REVIEW: Holmes and Watson: The Farewell Tour @ The Customs House, South Shields
Posted on March 28th 2017 by Whats on Northeast
Words: Chloe Allan for Cuckoo Review
Over one hundred years after its conception, Sherlock Holmes remains the criterion of detective fiction: an incontestable character of the literary canon. Indeed, even those unfamiliar with the novels themselves will almost certainly be acquainted with the character of Mr. Holmes; such is his legacy.
Of course, detective novels can be transferred on to the stage – Christie’s, ‘Mousetrap,’ remains a roaring success – however, it is a taxing vision. How does one portray the intricate details Doyle relies upon for plot – the look that gives the perpetrator away; the footprint that throws previous suspicion into disrepute – on the magnitude of a stage?
Certainly, Fortay (the scriptwriter) acknowledged this potential for difficulty, and has expertly evaded it – it is a play within a play, a microcosm of murder! Holmes and Watson farcically attempt to re-enact one of their most elusive cases, previously unpublished. Inspector Lestrade and Mrs. Hudson have, somewhat suspiciously, left, citing Holmes’s demeaning attitude for their disappearance and leaving the two to re-enact the case alone. Of course, this allows for satire – Watson portraying Mrs.Hudson, Holmes depicting a courtesan, and all under the guise of solving the unsolvable. As the two debunk the enigma, you can see the clocks working behind their eyes – something, someone more sinister casts their eerie shadow over the proceedings.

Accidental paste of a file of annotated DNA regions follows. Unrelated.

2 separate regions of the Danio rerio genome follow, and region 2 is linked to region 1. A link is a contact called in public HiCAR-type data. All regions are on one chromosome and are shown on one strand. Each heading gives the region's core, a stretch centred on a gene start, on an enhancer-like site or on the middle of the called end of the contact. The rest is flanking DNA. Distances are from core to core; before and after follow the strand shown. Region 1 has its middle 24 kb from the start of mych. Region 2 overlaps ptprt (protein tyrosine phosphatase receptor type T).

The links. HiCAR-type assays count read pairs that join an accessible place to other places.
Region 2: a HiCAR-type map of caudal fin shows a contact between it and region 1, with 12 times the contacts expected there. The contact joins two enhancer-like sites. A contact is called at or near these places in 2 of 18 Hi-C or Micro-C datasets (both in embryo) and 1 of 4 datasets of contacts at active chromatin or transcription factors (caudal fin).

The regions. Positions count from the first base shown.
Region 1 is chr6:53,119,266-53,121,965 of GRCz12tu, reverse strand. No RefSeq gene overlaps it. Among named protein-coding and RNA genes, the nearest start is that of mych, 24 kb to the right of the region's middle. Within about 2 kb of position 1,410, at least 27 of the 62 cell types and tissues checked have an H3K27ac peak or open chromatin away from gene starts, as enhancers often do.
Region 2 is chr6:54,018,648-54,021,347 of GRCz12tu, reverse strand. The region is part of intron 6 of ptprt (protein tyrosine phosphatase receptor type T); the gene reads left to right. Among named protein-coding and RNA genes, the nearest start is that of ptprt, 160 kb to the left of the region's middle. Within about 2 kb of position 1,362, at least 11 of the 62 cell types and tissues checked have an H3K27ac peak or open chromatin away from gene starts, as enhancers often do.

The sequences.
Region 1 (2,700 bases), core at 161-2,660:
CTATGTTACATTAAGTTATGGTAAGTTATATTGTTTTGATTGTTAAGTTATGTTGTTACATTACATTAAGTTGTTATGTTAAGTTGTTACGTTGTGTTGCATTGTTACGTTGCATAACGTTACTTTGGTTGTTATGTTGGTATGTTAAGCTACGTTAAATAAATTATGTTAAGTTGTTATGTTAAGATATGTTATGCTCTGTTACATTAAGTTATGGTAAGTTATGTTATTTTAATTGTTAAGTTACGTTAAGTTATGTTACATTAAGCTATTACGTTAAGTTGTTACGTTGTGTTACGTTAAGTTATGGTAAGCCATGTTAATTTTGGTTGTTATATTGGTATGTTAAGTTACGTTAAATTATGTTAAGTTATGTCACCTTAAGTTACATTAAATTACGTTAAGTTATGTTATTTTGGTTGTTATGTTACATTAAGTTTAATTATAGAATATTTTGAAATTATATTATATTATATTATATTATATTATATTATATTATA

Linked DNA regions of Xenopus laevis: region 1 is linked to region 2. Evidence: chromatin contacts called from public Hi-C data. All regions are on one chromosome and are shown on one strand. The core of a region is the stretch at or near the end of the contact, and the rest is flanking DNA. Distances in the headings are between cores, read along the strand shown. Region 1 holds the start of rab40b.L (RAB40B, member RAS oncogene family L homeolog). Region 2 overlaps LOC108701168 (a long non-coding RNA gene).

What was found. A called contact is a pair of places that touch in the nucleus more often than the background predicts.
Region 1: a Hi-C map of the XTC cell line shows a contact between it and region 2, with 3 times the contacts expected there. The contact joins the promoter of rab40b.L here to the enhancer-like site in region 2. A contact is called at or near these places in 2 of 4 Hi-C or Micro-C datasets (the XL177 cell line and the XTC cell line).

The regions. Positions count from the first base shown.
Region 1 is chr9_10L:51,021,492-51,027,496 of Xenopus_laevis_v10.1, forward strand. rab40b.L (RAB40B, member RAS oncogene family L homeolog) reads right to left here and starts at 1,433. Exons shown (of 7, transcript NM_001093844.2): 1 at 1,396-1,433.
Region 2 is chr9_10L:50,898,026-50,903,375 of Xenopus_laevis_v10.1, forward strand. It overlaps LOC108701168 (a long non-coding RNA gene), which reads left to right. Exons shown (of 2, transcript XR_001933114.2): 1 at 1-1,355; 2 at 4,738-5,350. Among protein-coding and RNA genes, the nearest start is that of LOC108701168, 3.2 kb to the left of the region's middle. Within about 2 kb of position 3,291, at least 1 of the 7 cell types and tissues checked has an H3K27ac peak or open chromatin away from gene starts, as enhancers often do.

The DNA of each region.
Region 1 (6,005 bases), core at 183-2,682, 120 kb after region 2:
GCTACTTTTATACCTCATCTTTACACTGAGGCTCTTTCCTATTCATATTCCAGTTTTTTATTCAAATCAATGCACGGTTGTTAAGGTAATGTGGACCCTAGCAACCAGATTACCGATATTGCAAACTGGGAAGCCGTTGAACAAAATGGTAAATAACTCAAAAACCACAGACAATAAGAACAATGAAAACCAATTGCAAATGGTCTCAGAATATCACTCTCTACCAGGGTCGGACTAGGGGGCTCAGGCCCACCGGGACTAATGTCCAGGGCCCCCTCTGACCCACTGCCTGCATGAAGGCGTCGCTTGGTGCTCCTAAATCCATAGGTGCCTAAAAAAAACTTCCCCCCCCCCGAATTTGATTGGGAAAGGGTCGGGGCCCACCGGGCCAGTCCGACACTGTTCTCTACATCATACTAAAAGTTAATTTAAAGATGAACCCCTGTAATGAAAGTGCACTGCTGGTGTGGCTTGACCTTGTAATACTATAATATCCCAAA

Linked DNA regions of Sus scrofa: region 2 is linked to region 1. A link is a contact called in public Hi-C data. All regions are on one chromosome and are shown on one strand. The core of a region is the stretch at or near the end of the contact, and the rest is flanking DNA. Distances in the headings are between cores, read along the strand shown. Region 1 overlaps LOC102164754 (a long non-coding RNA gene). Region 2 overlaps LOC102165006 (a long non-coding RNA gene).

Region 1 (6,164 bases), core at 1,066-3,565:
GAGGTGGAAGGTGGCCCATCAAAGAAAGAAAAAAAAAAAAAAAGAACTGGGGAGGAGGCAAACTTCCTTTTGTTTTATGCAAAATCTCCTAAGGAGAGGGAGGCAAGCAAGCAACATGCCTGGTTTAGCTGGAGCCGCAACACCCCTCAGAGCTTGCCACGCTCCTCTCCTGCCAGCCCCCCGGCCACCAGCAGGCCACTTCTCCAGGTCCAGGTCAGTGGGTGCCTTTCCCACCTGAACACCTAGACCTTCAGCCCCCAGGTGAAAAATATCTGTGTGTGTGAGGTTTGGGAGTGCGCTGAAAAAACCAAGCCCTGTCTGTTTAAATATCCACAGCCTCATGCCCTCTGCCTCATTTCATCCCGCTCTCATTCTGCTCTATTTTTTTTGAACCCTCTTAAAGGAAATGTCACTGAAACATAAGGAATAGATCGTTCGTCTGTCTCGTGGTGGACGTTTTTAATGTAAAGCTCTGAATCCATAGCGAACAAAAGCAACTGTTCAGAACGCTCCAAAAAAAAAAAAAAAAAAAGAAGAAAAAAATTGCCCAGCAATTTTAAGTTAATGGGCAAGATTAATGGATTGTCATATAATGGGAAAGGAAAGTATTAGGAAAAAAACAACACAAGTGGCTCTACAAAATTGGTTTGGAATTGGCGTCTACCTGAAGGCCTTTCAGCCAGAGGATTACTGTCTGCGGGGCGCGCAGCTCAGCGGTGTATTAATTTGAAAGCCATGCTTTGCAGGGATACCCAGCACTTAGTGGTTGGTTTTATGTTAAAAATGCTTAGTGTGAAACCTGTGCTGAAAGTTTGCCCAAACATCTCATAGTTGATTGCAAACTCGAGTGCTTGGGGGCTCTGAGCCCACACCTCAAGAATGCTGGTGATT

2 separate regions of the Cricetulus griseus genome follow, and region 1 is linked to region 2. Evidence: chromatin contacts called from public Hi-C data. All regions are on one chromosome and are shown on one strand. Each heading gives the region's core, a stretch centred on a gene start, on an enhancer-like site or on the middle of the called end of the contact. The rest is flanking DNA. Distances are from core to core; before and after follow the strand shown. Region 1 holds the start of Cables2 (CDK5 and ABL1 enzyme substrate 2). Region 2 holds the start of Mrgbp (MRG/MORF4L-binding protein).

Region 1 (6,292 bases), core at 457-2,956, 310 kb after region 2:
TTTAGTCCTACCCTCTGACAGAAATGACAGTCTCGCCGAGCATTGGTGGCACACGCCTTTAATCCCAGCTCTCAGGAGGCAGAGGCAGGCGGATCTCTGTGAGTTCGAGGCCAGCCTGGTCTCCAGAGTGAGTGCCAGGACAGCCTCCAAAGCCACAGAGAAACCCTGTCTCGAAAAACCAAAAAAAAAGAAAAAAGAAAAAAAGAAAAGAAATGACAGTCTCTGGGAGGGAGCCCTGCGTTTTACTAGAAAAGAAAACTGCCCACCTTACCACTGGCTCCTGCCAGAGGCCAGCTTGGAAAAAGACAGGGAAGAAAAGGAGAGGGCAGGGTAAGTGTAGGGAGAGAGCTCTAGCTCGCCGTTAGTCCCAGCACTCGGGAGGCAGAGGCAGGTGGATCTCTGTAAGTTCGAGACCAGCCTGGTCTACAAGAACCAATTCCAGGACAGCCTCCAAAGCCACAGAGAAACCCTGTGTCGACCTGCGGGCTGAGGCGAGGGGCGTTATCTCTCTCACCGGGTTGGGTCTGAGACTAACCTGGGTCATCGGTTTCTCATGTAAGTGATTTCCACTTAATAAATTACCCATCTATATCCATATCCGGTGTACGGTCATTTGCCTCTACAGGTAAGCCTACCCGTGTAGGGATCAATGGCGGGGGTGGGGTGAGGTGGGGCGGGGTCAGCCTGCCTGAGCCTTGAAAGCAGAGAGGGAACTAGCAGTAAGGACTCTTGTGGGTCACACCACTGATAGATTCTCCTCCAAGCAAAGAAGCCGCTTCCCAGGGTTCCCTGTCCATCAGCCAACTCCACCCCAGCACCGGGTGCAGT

Indeed, this allusion to Moriarty is testimony to the writers’ continuity. It is evident and deserving of commendation that the script is deftly constructed. References to subsidiary characters, previous cases and character idiosyncrasies were evidently investigated, facilitating the successful execution of the play. Certainly, some of the assertions in ‘Holmes and Watson: The Farewell Tour,’ would have been outlandish had it not been for the intricate research demonstrated through the script and enacted through accomplished performance: high praise indeed.
It is interesting that this play acknowledges the subtle undertone of friendship between Holmes and Watson, continually underpinning the novels. Of course, Holmes’s cold, calculating mind would rather forgo sentimental relationships; however, it is undeniable that the relationship between Holmes and Watson is a point of fascination. Certainly, it was pleasing to see it recognized here. However, this is a ‘farewell tour’- Holmes intends to retire to Sussex, therefore there is something palpable underpinning the dialogue: there is significance in the words unsaid, a sense of finality expertly created by the scriptwriters and brought to life by the actors.
It is obvious, and certainly deserving, why this show has been propelled so far since its humble beginnings at the Edinburgh Fringe festival – a truly modern, certainly bold, and impassioned take on an institutionalized tale. A must see for Holmes fans.
This review originally appeared on Cuckoo Review, a site dedicating to developing the skills of young writers in partnership with venues across the North East. For more reviews from young writers, visit the Cuckoo Review website.